The Library of Alexandria was one of the largest and most significant libraries of the ancient world[1] and part of a larger research institution called the Mouseion. Despite the widespread modern myth that the library was "burned" once and cataclysmically destroyed, the library actually declined gradually over the course of roughly 800 years,[2] starting with the purging of intellectuals from Alexandria in 145 BC during the reign of Ptolemy VIII Physcon, which resulted in Aristarchus of Samothrace, the last recorded head librarian, resigning from his position and exiling himself to Cyprus. The library was accidentally burned by Julius Caesar during his civil war in 48 BC, but it is unclear how much of the library was actually destroyed and it may have been rebuilt shortly thereafter.

The library's membership appears to have ceased by the 260s AD and, between 270–275 AD, it was attacked under the orders of the emperor Aurelian, but, by that time, the center of learning in Alexandria had already been moved to the Serapeum. Theon of Alexandria and later his daughter Hypatia were heads of a school in Alexandria called the "Mouseion", which took its name from the Hellenistic institution that had once incorporated the library, but which had little other connection. The Serapeum was burned in 391 AD under a decree issued by Coptic Christian pope Theophilus of Alexandria, but it does not seem to have housed books at the time and was mainly used as a gathering place for Neoplatonist philosophers following the teachings of Iamblichus. Theophilus tolerated the school of Hypatia, but her school fell apart after her death in March of 415 AD. Some later legends ascribe the destruction of the Library of Alexandria to the Arabs in or after 642 AD, but there is little evidence to substantiate that there was even a library in Alexandria at the time.

Purge of intellectuals by Ptolemy VIII

In 145 BC, Ptolemy VIII purged Alexandria of intellectuals. Aristarchus of Samothrace, the last recorded head librarian, resigned his position and exiled himself to Cyprus.[3]

Caesar's conquest in 48 BC

The ancient accounts by Plutarch, Aulus Gellius, Ammianus Marcellinus, and Orosius indicate that troops of Caesar accidentally burned the library down during or after the Siege of Alexandria in 48 BC.[4]

Plutarch's Parallel Lives, written at the end of the 1st or beginning of the 2nd century AD, describes the Siege of Alexandria in which Caesar was forced to burn his own ships:

when the enemy endeavored to cut off his communication by sea, he was forced to divert that danger by setting fire to his own ships, which, after burning the docks, thence spread on and destroyed the great library.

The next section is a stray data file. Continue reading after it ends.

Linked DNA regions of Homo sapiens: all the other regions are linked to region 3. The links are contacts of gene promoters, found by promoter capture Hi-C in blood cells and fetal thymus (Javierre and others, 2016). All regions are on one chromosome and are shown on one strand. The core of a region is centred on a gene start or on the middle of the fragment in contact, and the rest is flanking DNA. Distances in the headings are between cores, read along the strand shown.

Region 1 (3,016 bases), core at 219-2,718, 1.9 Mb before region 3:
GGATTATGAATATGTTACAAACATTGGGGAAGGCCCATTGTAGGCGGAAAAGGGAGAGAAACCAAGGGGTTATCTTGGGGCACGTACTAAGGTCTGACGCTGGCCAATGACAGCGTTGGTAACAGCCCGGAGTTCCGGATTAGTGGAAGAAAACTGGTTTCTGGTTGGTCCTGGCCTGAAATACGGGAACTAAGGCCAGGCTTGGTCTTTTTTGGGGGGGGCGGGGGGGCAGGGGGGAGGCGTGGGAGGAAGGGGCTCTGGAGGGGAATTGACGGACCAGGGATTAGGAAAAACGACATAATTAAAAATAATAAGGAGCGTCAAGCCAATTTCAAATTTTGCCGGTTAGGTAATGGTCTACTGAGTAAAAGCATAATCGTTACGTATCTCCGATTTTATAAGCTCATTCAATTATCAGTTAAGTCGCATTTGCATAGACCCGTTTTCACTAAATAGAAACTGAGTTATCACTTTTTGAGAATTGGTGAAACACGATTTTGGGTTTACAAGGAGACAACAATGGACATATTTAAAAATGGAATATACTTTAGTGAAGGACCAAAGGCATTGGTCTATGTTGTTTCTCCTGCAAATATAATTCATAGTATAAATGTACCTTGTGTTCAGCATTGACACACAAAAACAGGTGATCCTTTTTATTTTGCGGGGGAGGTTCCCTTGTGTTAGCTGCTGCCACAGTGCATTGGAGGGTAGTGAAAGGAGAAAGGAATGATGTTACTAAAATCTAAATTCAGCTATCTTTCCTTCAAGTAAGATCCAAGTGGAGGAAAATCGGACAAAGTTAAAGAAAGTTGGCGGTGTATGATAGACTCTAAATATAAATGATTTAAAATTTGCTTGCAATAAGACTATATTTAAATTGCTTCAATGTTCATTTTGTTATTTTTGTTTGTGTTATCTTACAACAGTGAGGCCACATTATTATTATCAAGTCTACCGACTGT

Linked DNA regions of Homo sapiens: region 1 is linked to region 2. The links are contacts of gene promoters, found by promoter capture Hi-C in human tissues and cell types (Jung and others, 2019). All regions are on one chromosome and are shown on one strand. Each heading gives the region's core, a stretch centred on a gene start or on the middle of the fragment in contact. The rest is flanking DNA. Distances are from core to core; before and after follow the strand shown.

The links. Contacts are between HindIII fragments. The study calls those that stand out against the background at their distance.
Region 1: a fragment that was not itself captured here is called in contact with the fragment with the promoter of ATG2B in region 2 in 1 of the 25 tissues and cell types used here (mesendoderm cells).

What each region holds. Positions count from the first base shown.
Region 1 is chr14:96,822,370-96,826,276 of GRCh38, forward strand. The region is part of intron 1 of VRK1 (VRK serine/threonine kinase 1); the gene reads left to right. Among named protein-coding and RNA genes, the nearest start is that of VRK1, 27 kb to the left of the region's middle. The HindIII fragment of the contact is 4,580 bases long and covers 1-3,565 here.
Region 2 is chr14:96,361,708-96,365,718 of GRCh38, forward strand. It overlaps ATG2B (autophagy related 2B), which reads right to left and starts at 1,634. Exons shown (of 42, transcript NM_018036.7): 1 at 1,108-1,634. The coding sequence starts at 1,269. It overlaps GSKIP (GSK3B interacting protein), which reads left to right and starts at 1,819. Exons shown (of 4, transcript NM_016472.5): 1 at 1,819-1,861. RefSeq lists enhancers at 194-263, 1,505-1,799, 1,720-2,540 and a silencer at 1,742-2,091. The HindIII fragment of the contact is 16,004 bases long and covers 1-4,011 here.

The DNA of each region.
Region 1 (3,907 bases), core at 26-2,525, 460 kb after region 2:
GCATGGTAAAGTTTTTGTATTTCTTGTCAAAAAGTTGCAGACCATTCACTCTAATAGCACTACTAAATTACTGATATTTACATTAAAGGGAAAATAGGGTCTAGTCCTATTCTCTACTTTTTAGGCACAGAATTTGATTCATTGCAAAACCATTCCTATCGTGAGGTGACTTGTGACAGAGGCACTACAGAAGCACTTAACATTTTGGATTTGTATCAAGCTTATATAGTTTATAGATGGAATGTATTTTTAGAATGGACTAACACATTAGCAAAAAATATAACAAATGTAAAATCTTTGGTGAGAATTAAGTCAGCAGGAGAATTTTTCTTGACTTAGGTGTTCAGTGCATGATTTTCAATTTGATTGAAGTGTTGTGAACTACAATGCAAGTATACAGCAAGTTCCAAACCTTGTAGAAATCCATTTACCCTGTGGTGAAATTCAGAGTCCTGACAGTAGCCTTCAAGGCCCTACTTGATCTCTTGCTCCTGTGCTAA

— Plutarch, Life of Caesar[5]

However, the editor of Plutarch's translation notes that the "destruction of the Library can have been only partial", and that it occurred specifically in the Museum built by the first Ptolemy (283 BCE).[5]

In the 2nd century AD, the Roman historian Aulus Gellius wrote in his book Attic Nights that the Library was burned by mistake after the siege when some of Caesar’s auxiliary soldiers started a fire. Aulus's translator similarly notes that, although auxiliary forces accidentally burned many books while stationed in Alexandria: "By no means all of the Alexandrian Library was destroyed [in 48 BC] and the losses were made good, at least in part, by Antony in 41 BC. A part of the library was burned under Aurelian, in AD 272, and the destruction seems to have been completed in 391."[6]

William Cherf argued that this scenario had all the ingredients of a firestorm which set fire to the docks and then the library, destroying it.[citation needed] This would have occurred in 48 BC, during the fighting between Caesar and Ptolemy XIII. Furthermore, in the 4th century, both the pagan historian Ammianus[7] and the Christian historian Orosius wrote that the Bibliotheca Alexandrina had been destroyed by Caesar's fire. The anonymous author of the Alexandrian Wars wrote that the fires set by Caesar's soldiers to burn the Egyptian navy in the port also burned a store full of papyri located near the port.[8] However, a geographical study of the location of the historical Bibliotheca Alexandrina in the neighborhood of Bruchion suggests that this store cannot have been the Great Library.[9]